Shhhh! Don’t tell them they’re learning…

January 27th, 2008 by webmaster

My son is writing a novel. The amusing part is that he doesn’t know it.

At some point a couple of years ago, when my son was 11 or 12, he was introduced to lego fan forums by one of his friends (who, by the way, he plays with every night, even though they live in different countries. The power of Skype.). In the forums, he discovered a medium known as “RPGs”. Now, if you are my generation you may recognize the term Role Playing Game from such classics as Dungeons and Dragons. These involve rules, and dice, and little lead figures, and maps, and funny hats, and more dice. Forum RPGs, in contrast, involve none of these. As a game, it’s closest “classic” comparison would be what we called “Dark and Stormy Night” or simply “The Story Game”. It is a campfire game where one person begins a story, and the next person continues.

In the Forum RPG version, the rules of the “game” -  setting, character attributes, time period and so on - are established by the creator. When a person joins the game, they create a character and join in the fun. Each player then submits a blurb in response to the previous blurbs, and a storyline develops. The creator of the “game”, as well as any designated moderators, make sure that submissions fall within the guidelines, and ask for corrections if necessary. The players, in addition to storyline posts (referred to as In Character, or IC), post questions, comments, background information under the heading of Out Of Character (OOC).

My son - then 12 - created one of these games, based on a theme inspired by the very popular Pirates of the Caribbean franchise, and this has been a staple of his online time ever since. He spends more time “RPGing” than he does on Homestar Runner. And that’s saying something. As a dutiful parent, I check periodically to see that my children’s activities online are appropriate. This is known as “spying”. A recent bit of espionage turned up something interesting - this RPG has been running for over a year, with almost six hundred individual posts, each of which is on the order of 100 words of storyline (many with half that again in OOC comments). Of course, my son, like many a young teen, if asked to produce a piece of creative writing for school, would whine “I don’t know what to wriiiiiiiite.” And yet he, along with like minded collaborators from around the world, has created a grand serial adventure novel that sits currently at 60 000 words, with no end in sight.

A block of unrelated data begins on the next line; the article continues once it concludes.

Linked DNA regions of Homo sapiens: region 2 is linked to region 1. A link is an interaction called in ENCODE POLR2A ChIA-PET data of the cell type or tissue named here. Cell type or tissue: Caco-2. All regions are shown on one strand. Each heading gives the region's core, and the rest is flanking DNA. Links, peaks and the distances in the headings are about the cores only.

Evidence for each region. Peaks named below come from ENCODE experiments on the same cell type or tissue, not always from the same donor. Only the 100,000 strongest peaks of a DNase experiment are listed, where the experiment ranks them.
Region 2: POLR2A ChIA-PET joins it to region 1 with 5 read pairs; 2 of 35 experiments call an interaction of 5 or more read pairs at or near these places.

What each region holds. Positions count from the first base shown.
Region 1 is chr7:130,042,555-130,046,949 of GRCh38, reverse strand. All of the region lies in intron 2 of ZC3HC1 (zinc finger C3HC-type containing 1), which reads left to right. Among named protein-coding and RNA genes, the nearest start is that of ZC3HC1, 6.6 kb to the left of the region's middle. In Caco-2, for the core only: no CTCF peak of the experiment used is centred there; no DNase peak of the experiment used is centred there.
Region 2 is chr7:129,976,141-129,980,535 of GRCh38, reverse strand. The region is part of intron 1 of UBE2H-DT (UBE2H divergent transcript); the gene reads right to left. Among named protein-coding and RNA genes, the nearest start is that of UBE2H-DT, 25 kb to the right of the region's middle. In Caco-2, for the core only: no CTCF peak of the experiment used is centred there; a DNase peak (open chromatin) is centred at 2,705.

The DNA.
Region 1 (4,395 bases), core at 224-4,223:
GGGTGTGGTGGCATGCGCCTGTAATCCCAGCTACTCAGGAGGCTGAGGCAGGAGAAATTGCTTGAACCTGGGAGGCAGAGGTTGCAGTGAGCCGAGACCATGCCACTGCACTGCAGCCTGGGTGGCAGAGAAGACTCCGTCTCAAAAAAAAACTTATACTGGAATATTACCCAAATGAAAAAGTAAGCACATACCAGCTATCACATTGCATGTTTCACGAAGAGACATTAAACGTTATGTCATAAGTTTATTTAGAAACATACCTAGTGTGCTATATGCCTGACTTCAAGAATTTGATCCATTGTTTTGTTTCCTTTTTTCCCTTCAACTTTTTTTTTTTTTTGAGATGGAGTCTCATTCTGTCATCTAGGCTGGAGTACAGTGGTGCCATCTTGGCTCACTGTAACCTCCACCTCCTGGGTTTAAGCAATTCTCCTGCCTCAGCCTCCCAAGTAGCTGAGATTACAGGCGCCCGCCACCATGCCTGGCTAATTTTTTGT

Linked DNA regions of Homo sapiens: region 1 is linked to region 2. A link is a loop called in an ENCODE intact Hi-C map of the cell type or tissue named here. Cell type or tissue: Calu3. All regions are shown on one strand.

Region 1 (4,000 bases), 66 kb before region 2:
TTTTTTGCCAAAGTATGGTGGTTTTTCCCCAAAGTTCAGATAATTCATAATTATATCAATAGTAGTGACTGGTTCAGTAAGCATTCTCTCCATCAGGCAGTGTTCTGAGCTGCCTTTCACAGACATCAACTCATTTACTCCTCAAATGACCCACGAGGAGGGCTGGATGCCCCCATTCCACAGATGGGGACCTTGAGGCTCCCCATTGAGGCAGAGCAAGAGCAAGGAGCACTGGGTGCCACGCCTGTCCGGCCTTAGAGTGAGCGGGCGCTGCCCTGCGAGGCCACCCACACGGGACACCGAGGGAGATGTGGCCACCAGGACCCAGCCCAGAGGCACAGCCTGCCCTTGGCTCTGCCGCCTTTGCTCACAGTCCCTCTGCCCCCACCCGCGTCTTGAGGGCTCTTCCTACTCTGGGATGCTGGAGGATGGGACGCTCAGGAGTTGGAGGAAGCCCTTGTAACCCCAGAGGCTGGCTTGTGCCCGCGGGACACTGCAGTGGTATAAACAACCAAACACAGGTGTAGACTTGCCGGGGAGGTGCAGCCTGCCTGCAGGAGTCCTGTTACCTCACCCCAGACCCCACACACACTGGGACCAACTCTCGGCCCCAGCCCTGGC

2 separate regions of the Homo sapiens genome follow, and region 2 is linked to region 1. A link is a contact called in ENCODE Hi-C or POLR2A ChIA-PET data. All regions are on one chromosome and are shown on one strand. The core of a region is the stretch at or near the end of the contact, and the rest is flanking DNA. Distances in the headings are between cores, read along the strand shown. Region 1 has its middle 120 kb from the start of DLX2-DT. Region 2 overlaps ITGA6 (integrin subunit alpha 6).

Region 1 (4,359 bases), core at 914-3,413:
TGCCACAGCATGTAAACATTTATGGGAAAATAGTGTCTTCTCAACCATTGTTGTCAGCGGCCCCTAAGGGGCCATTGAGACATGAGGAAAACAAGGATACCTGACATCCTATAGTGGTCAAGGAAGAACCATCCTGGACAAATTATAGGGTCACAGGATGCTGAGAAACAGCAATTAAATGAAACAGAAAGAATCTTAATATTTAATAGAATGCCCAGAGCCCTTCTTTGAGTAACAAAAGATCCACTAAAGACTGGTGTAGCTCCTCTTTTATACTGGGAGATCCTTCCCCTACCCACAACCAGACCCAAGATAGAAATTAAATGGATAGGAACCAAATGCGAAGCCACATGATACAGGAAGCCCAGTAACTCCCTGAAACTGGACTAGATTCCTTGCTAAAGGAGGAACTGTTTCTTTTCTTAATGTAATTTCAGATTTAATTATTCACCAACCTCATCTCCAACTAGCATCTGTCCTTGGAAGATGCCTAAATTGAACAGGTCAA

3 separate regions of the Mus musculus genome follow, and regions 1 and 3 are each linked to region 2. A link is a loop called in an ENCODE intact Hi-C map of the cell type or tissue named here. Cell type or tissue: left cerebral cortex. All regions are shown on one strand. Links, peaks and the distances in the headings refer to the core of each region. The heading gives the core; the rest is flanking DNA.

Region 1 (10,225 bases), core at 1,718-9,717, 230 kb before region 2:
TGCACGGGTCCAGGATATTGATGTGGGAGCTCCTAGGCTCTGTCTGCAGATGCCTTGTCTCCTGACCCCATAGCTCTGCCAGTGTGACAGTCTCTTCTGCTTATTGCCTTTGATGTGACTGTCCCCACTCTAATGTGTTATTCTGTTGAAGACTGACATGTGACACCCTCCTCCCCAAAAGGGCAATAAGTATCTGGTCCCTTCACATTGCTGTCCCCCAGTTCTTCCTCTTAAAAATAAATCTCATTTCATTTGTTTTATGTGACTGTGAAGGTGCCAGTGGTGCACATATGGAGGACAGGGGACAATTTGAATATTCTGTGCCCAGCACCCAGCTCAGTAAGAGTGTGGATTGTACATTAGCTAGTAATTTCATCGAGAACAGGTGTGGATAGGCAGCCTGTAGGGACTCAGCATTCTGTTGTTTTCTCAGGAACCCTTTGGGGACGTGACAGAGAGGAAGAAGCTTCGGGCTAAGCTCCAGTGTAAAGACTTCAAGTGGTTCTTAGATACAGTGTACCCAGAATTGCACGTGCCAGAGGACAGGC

It occurs to me, as it probably has to you by now, that if we could harness this energy and enthusiasm for education, it could be a very powerful tool indeed. Imagine children wanting to write. Wanting to rush home and “play my RPG”, and at the same time building their creative skills and writing ability. I know many frontline educators who would think to themselves, and even mutter aloud, that no administrator at their school would allow Role Playing Games as a means of education. No siree, we don’t DO games at this institution, it’s all about hard work. So, for these people, I propose a new name, one that hints at all that is good in 21st century learning, one that sounds like a new wave in pedagogical philosphy that a stick-in-the-mud administrator would love to soak up. So for these people, I give you Asynchronous Collaborative Online Storytelling (ACOS).

At it’s simplest, ACOS provides practice in writing skills, something that is much needed at all grade levels. More subtly, it involves the process of production or creation, which I feel is fundamental to the learning process. The process of producing information, rather than simply consuming it, builds knowledge, understanding, and critical thinking skills. It could have any number of roles in a classroom, from “just for fun” to part of the backbone of a literature or language unit or course. And how about this for an idea - the students begin an ACOS storyline - or maybe two or three different ones - and contribute for several months. At some point, the students can be directed to bring their story to a close through discussion during class time. Each storyline could be compiled and edited, and finally the stories could be submitted for publication. At the end of the year each student would receive a print copy of the book they helped to create, complete with their name on the author list, and student artwork on the cover. How’s that for a souvenir of Grade 7 English class?

I think this is an idea with definite potential. I would love to hear from anyone who has done anything like ACOS, would like to try this, or has any suggestions for how to do something like ACOS most effectively.

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